Flywheel Racket

Does anyone have any tested builds of a compact racketing system. This would help a lot considering my team is going through motors like crazy with our flywheel design.

Ratchet I believe and here’s Rex’s video. Pretty common design.

Firstly, here are what I think are the two best options:
1727B’s 84 tooth gear mod
On wheel alternative(In action)
Secondly, are you sure that a ratchet would stop you from burning our motors? We had a flywheel for the first 4 months, and we never damaged any motors as far as I could tell. Do you have pictures of you flywheel?

Edit: @Zeus8686K beat me to it :frowning:

This is the racketing system which our team used on our flywheel launcher. We couldn’t find another racketing system for a 60 tooth high strength gear so we came up with this one on our own. It worked very well for our flywheel. When the central shaft is turned in one direction, the 12 tooth metal pinion spins each of the other two metal pinions and they clamp down on the two zip-ties. When it is turned in the other direction, they push the zip-ties outward and it freely coasts.

That’s ingenious!
I haven’t been able to figure out a way to make one out of an gears smaller than the 84T ones.
Does it ever get the problem of the zap strap slipping out of position, or getting jammed in the gears?
I hope that you wouldn’t mind If I take that idea.

We have since changed our design to a double puncher, but while we were using this racketing design it never had issues with breaking or getting jammed anywhere. It would be great if you used this idea.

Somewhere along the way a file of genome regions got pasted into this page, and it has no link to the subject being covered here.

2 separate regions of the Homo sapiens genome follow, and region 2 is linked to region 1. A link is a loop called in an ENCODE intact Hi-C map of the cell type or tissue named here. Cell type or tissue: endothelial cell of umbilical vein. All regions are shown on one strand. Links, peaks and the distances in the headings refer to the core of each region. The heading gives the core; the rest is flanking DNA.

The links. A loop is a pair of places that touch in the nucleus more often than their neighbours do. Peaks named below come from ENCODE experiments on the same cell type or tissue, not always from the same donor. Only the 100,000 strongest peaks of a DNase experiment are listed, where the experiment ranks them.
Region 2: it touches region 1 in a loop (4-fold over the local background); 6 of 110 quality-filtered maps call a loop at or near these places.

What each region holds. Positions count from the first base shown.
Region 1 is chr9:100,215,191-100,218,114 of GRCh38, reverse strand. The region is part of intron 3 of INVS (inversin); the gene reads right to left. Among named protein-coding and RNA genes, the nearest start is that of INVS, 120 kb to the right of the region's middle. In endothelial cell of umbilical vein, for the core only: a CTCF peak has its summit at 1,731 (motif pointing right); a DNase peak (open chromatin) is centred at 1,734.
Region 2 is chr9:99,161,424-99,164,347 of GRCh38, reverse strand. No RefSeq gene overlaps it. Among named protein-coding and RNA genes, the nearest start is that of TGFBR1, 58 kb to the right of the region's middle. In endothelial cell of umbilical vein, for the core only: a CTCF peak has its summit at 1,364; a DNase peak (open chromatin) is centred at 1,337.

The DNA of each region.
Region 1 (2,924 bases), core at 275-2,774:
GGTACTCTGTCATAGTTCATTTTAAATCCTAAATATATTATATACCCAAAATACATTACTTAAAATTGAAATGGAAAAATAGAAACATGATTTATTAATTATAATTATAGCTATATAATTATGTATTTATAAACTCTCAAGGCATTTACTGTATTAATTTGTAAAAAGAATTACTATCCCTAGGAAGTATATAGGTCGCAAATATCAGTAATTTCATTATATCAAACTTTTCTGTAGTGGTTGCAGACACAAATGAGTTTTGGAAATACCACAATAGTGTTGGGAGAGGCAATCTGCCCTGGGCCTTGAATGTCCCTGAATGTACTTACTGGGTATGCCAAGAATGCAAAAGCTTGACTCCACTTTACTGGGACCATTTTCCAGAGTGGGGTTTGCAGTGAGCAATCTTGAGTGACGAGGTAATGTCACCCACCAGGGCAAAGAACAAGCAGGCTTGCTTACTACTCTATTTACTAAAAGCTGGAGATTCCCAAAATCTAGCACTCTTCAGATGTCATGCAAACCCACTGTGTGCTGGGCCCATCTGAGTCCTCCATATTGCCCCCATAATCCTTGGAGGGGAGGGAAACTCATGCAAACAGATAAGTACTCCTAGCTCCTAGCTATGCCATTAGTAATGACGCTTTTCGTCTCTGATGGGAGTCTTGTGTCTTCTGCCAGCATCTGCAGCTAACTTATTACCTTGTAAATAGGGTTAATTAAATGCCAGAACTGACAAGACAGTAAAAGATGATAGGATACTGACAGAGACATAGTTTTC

It looks so clean and simple as well! Very nice.
I have been trying to come up with a 60 tooth ratchet for the last week. (Okay, I maybe spent an hour on it) I had other things to do. Our new flywheel uses a 1:15 ratio and thus requires the use of 60 tooth instead of 84, but I would love to still have a ratchet.
If I use your design and do a reveal then I’ll give you credit. :wink:

I just have to point out that we saw this robot over the weekend at our state competition and it scored 280 in robot skills. Their double puncher is amazing! Nice job 3211H, The BeatBotz!

I don’t quite understand how the ratchet attached to the wheel can be created. How is the pawl attached to the wheel?

At about 2:50 in the vid

I’ve got one for a 60 tooth. It’s a little more compact, but yours seems more reliable. It’s like the 1727 one, but smaller and with elastics. It’s on the robot right now, but I’ll take some pictures when I can, probably tomorrow.

We are planning to do a bit of a brainstorming ratchet inventing session tonight. (Trying not to use other people’s designs )Hopefully we get some good results. I will post pictures if all works out well. I have been wanting to have a really tight ratchet, so it slows down faster when we change speeds.

I understand Team 62’s ratchet and pawl, but I don’t get how the ratchet and pawl here ( works.


Looks like their using round inserts in the wheel to let it spin freely when not engaged, in the same manner as team 62’s ratchet.

Wow, this is an incredible design.

Lol I think I am not communicating this very well. I do not understand how the pawl in this video is attached to the wheel. There seems to be a screw but there is no hole for the screw on the 5" wheel. Therefore, it must be drilled, but I am not sure how one could do it accurately enough that the pawl works as intended

I see what you mean… It’s a tad odd. 5" wheels do have little slits in them, which would be used to guide for a screw, (even without a drill) that’s firmly pressed into it while being turned with an allen key. I haven’t tried it though, he probably just drilled it. Although, its on the bit without the slit, and it looks to narrow for a screw… Maybe its just barely wide enough…

My team uses the same design shown in the video. We originally measured the correct spacing of where we wanted to locate the paw. To measure the spacing we placed the ratchet on the wheel axle and the paw in the correct position along the spoke of the wheel. We marked and drilled with a drill press. We drilled a hole the size of a motor screw.
Does that help?

Some teams don’t think it’s safe for your motors to be turned manually.